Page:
Discounts, complaints, and kamaaina rates

Something we in Northern Europe are not used to (as much as Americans) is questioning a price. We don’t haggle. We don’t expect discounts. And we don’t like to complain (or rather, file for complaints.)

Thus it was an eye-opener to discover that the locals in Maui actively monitor, save, and use the coupons delivered with the free Maui Wrap papers. I’ve learned from locals to go to Costco for bulk discounts, shop at Ross Dress for Less on Tuesdays to get the 10% discount for the over 55’s, use Craigslist, and ask for “kamaaina” rates.

Kama‘aina is a Hawaiian word referring to someone who has lived in Hawaii for a long time. What is long time? I consider myself a resident because I obtained a Hawaiian State Identification Card as soon as I arrived last November and had an address I could call home. By showing that ID, I was waived the tourist fee to visit the Iao Valley and got a discount at the restaurant in the Maui Ocean Centre.

Asking for discounts and kamaaina rates is one way to afford the high cost of living on the island. Another is to complain if you are not getting the right service.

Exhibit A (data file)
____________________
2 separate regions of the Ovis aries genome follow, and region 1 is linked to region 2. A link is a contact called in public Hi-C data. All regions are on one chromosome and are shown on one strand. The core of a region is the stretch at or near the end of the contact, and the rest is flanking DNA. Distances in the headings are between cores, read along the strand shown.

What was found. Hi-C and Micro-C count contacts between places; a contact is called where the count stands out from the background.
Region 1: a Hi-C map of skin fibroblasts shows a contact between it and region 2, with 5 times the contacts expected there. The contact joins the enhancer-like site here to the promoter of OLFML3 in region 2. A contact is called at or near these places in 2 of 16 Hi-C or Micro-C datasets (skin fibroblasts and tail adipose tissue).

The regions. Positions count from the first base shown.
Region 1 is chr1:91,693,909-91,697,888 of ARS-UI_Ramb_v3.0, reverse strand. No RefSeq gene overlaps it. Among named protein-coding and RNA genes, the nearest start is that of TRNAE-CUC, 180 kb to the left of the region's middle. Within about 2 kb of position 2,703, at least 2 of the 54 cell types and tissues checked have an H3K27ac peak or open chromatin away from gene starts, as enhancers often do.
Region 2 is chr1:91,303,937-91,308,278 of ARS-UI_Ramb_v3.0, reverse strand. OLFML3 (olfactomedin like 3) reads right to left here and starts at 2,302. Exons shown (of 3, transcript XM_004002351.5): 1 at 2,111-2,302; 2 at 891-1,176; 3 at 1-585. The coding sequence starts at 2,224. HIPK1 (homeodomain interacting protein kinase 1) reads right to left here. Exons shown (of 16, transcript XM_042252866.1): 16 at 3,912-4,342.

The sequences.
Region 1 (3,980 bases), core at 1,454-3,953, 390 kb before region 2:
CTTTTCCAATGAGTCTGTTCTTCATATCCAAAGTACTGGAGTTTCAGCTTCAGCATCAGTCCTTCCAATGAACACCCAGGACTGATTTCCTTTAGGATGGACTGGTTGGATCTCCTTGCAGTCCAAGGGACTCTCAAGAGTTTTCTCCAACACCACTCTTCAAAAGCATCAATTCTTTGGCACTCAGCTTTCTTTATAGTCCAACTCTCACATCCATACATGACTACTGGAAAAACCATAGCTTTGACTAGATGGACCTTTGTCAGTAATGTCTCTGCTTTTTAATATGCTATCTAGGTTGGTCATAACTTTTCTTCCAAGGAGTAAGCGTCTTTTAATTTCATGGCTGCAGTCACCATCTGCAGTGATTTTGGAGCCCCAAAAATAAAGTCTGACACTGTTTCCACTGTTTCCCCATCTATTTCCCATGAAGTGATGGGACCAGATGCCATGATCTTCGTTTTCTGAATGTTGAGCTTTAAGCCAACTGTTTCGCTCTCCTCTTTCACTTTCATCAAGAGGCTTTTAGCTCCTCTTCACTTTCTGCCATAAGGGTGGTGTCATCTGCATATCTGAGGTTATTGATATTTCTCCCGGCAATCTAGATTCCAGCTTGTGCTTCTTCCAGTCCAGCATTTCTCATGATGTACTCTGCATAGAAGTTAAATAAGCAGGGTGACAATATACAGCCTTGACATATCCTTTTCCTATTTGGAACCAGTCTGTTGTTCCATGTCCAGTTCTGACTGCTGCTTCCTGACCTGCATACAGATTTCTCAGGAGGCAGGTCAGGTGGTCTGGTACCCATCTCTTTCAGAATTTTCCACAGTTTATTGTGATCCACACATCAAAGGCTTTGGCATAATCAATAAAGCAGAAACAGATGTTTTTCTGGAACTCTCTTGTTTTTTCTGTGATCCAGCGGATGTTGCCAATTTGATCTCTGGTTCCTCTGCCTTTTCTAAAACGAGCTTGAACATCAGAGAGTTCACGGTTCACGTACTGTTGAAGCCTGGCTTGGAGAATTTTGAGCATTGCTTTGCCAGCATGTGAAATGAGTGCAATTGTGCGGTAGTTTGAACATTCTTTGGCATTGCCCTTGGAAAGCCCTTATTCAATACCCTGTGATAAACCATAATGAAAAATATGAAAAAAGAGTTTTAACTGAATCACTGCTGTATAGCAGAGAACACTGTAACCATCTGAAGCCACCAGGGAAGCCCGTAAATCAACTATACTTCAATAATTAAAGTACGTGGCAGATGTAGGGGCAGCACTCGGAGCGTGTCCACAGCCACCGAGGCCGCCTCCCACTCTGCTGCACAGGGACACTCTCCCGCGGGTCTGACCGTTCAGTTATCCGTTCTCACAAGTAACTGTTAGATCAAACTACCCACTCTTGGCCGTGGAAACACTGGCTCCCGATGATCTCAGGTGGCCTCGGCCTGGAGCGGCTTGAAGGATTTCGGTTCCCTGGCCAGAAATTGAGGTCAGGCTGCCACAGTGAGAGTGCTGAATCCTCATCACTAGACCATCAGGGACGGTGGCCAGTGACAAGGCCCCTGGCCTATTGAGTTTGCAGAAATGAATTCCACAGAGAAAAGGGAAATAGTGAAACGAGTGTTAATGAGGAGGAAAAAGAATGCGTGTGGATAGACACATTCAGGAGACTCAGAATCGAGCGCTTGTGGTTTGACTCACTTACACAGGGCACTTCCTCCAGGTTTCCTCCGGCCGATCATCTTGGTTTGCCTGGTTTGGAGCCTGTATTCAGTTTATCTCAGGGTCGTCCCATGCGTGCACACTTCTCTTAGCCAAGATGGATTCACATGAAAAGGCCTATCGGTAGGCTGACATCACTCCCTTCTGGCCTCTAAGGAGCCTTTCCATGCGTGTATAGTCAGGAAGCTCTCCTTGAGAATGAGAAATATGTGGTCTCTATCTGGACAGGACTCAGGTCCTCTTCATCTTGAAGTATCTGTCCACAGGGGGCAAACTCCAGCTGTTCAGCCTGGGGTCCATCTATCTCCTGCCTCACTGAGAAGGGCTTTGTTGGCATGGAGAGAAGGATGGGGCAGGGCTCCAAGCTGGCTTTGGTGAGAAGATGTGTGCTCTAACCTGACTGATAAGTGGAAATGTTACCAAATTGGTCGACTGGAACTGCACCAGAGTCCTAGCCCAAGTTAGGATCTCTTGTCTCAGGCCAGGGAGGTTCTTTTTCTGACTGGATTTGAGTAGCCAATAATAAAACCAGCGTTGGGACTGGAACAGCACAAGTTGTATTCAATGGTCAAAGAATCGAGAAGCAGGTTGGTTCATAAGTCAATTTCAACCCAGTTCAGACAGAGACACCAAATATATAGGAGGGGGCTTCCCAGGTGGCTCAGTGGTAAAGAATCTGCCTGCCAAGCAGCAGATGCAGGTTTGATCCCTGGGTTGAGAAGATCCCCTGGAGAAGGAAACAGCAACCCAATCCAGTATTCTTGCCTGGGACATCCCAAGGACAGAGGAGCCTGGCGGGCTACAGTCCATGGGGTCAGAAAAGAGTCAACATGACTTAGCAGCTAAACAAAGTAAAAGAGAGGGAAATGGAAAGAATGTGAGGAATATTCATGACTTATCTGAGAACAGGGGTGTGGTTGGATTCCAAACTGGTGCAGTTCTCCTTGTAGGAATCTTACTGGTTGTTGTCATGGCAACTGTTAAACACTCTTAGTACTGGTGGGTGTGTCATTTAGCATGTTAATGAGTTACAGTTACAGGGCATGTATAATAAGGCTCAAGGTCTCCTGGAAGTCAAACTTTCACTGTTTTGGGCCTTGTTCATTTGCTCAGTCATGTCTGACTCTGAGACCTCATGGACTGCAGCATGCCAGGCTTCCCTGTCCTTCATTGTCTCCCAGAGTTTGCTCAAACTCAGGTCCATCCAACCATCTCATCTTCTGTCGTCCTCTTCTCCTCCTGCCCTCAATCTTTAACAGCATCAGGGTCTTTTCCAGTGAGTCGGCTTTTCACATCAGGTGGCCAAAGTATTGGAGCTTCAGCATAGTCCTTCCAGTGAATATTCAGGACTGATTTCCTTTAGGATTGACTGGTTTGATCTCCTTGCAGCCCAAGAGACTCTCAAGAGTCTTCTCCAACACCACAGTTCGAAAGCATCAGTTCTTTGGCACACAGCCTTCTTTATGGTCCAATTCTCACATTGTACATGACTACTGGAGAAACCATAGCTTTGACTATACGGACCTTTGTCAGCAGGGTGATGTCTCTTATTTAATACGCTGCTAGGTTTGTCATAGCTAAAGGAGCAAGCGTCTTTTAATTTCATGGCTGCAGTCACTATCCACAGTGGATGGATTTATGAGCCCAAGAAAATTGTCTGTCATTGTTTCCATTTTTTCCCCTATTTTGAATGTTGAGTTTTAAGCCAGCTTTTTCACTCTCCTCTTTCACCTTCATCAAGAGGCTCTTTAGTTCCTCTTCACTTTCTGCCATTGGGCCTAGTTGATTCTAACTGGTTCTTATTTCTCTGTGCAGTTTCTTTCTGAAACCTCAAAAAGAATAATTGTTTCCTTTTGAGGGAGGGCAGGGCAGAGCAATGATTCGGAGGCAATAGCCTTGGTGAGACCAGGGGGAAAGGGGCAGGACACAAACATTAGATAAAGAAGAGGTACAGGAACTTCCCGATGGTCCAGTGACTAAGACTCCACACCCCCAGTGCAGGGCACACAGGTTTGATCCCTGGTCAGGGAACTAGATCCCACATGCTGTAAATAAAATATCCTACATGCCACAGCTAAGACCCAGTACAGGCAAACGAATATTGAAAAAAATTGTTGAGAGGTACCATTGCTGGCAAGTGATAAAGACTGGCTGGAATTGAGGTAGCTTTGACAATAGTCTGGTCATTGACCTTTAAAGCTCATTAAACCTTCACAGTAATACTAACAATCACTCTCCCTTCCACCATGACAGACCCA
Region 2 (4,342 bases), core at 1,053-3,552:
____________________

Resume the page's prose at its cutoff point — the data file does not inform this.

After months of resetting the wireless Internet modem from my home, I finally called Hawaiian Telcom to complain of intermittent Internet access. “I’ve had to reset my modem as many as a dozen times in one hour one February morning,” I said. It got fixed within three days. It was not the modem or the wire or the Vonage phone modem. It was a damaged line outside the apartment complex — and just to my unit only. The engineer said that it was probably faulty before I even moved in last December.

Why hadn’t I reported it sooner? Since December 2010, I had to live with Internet access that was not reliable which meant that I could not make voice over IP (VOIP) calls either. Everything took longer than normal. Telephone conversations got interrupted. I was paying for services ($31 for internet and $15 for VOIP per month) that did not work properly.

It’s not Hawaiian Telcom’s fault. I am simply not used to complaining. When you have conquered all the obstacles to leave your previous existence to get to paradise, how can you possibly complain of unreliable Internet access?

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About BLOGmaiden

As one of the earliest bloggers (since 1999), I enjoy meeting people who embrace "out-of-the-box" thinking and fear not the unknown. I believe in collaboration for sustainability because it increases stakeholder value.
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